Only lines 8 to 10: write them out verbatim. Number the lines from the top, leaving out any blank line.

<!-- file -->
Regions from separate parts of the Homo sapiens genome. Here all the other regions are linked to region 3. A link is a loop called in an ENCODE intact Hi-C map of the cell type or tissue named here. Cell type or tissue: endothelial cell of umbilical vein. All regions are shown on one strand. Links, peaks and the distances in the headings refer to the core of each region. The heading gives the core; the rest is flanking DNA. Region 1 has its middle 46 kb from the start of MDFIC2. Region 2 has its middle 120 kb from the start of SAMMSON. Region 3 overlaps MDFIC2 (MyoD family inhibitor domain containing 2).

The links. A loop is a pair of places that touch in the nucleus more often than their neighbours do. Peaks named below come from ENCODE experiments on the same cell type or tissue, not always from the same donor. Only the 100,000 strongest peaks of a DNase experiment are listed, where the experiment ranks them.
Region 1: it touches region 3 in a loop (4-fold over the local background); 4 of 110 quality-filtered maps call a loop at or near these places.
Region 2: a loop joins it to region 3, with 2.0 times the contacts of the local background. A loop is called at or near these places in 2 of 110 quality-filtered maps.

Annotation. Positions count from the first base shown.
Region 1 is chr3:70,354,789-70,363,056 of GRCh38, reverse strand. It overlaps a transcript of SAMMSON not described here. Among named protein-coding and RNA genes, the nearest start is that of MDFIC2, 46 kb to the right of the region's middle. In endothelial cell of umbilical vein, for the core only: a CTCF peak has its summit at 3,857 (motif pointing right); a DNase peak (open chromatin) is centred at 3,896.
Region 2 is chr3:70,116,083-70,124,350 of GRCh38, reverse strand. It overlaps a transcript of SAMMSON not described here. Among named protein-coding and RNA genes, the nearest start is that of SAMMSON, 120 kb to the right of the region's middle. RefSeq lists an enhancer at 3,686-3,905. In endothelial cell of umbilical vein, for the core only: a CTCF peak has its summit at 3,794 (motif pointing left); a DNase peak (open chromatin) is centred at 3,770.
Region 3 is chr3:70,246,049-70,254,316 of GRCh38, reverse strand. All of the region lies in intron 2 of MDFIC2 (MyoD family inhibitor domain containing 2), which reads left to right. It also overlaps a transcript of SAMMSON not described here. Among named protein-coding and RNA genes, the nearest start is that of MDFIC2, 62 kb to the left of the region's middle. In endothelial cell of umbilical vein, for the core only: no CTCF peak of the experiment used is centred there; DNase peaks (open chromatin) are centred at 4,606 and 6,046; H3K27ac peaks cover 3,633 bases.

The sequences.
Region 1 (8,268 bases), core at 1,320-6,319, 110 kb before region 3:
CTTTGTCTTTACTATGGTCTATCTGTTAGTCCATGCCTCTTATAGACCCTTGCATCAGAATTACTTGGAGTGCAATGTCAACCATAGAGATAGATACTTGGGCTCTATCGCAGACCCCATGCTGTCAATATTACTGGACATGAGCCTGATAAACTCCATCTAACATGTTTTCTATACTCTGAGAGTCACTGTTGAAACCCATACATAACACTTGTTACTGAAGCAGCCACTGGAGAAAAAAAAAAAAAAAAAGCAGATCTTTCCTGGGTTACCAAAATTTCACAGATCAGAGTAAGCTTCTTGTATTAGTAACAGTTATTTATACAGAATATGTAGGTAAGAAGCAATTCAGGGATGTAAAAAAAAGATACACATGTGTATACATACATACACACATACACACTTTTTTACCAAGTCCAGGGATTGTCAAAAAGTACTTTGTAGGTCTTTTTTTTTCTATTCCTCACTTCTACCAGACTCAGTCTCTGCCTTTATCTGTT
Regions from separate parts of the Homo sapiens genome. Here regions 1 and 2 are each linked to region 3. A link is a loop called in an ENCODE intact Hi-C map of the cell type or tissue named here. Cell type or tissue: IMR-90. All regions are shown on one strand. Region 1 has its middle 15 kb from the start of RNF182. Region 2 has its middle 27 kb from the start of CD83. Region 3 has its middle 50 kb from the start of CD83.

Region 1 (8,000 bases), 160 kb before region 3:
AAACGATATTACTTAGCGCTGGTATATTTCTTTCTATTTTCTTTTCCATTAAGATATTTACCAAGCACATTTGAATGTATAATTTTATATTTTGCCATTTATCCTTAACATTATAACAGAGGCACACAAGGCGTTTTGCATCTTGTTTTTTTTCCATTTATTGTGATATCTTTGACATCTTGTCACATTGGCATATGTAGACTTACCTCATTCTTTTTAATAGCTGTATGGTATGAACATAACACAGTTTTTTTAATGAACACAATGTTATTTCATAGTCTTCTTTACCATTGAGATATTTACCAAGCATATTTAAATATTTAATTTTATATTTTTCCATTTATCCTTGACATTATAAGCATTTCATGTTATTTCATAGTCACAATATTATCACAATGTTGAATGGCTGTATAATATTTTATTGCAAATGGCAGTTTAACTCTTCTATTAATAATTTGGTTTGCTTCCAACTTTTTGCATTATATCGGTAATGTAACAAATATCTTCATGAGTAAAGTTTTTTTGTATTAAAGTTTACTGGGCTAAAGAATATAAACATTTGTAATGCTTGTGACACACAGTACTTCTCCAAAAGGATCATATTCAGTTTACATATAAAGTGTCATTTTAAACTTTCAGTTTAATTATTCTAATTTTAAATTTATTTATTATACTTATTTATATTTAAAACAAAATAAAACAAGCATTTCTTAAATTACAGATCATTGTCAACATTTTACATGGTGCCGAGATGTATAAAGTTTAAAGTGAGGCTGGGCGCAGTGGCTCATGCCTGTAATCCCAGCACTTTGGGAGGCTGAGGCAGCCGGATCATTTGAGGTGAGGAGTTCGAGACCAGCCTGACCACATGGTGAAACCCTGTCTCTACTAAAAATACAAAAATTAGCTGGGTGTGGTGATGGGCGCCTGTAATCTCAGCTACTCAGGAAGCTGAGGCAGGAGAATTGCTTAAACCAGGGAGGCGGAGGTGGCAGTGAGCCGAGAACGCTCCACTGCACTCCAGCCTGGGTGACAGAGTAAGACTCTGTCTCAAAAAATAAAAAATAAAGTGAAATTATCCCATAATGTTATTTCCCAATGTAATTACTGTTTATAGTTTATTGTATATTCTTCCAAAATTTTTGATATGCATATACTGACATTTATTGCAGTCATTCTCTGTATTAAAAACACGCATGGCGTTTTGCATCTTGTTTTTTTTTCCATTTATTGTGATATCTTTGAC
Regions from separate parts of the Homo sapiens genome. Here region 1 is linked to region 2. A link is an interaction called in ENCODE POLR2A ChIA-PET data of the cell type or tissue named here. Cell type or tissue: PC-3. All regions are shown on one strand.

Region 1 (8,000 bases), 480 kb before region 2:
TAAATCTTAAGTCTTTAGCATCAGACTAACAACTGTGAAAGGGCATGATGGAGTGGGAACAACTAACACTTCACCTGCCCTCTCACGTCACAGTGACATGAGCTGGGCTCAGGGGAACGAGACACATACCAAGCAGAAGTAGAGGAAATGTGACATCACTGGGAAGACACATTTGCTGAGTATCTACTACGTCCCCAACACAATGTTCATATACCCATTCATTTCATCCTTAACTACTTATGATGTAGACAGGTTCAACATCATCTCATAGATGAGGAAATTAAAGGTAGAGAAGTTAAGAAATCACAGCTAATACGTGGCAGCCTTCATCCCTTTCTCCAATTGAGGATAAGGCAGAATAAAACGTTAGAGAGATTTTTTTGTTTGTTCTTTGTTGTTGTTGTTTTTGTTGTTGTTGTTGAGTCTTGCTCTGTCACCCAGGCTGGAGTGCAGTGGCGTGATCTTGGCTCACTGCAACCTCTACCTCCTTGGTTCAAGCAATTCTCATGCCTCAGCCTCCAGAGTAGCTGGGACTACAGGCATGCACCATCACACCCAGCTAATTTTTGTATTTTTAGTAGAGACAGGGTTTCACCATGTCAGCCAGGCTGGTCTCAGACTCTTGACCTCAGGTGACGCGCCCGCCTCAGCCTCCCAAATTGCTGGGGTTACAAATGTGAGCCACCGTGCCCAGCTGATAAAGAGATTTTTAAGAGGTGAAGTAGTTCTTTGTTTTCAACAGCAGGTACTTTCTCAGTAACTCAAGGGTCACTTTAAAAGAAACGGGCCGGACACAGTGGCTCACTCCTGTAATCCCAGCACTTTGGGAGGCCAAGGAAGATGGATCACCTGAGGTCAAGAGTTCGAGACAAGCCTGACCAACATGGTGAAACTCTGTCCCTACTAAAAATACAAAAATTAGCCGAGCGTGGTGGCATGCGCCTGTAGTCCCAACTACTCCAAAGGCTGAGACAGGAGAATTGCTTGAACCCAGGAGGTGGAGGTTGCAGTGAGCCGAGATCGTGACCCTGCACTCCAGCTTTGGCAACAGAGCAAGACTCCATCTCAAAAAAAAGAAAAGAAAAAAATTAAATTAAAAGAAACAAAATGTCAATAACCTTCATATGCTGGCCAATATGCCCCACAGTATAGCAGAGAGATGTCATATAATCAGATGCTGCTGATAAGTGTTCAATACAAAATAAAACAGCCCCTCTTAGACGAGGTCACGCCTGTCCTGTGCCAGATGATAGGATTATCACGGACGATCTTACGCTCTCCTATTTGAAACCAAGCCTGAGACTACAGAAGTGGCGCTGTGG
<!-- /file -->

Region 3 is chr3:70,246,049-70,254,316 of GRCh38, reverse strand. All of the region lies in intron 2 of MDFIC2 (MyoD family inhibitor domain containing 2), which reads left to right. It also overlaps a transcript of SAMMSON not described here. Among named protein-coding and RNA genes, the nearest start is that of MDFIC2, 62 kb to the left of the region's middle. In endothelial cell of umbilical vein, for the core only: no CTCF peak of the experiment used is centred there; DNase peaks (open chromatin) are centred at 4,606 and 6,046; H3K27ac peaks cover 3,633 bases.

The sequences.
Region 1 (8,268 bases), core at 1,320-6,319, 110 kb before region 3: